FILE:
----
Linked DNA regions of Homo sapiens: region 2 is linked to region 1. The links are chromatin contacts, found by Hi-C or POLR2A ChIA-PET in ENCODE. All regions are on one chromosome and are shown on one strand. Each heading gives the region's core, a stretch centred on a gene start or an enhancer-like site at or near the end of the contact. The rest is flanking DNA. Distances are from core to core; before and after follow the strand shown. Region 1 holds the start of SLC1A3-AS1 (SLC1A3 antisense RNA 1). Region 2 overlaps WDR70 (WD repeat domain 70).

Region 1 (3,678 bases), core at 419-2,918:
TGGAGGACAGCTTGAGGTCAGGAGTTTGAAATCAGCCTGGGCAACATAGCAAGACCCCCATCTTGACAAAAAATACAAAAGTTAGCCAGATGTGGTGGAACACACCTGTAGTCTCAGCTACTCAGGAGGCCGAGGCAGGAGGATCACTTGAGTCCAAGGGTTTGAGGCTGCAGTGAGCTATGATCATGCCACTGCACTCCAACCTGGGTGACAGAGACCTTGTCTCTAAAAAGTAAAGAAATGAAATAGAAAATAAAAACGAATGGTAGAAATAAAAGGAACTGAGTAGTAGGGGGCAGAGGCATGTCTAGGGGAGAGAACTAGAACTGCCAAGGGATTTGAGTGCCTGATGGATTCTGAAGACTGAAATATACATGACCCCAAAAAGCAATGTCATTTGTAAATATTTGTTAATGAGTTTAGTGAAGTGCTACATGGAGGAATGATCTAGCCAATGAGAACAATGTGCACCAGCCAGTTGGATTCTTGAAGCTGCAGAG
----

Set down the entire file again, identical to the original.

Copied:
Linked DNA regions of Homo sapiens: region 2 is linked to region 1. The links are chromatin contacts, found by Hi-C or POLR2A ChIA-PET in ENCODE. All regions are on one chromosome and are shown on one strand. Each heading gives the region's core, a stretch centred on a gene start or an enhancer-like site at or near the end of the contact. The rest is flanking DNA. Distances are from core to core; before and after follow the strand shown. Region 1 holds the start of SLC1A3-AS1 (SLC1A3 antisense RNA 1). Region 2 overlaps WDR70 (WD repeat domain 70).

Region 1 (3,678 bases), core at 419-2,918:
TGGAGGACAGCTTGAGGTCAGGAGTTTGAAATCAGCCTGGGCAACATAGCAAGACCCCCATCTTGACAAAAAATACAAAAGTTAGCCAGATGTGGTGGAACACACCTGTAGTCTCAGCTACTCAGGAGGCCGAGGCAGGAGGATCACTTGAGTCCAAGGGTTTGAGGCTGCAGTGAGCTATGATCATGCCACTGCACTCCAACCTGGGTGACAGAGACCTTGTCTCTAAAAAGTAAAGAAATGAAATAGAAAATAAAAACGAATGGTAGAAATAAAAGGAACTGAGTAGTAGGGGGCAGAGGCATGTCTAGGGGAGAGAACTAGAACTGCCAAGGGATTTGAGTGCCTGATGGATTCTGAAGACTGAAATATACATGACCCCAAAAAGCAATGTCATTTGTAAATATTTGTTAATGAGTTTAGTGAAGTGCTACATGGAGGAATGATCTAGCCAATGAGAACAATGTGCACCAGCCAGTTGGATTCTTGAAGCTGCAGAG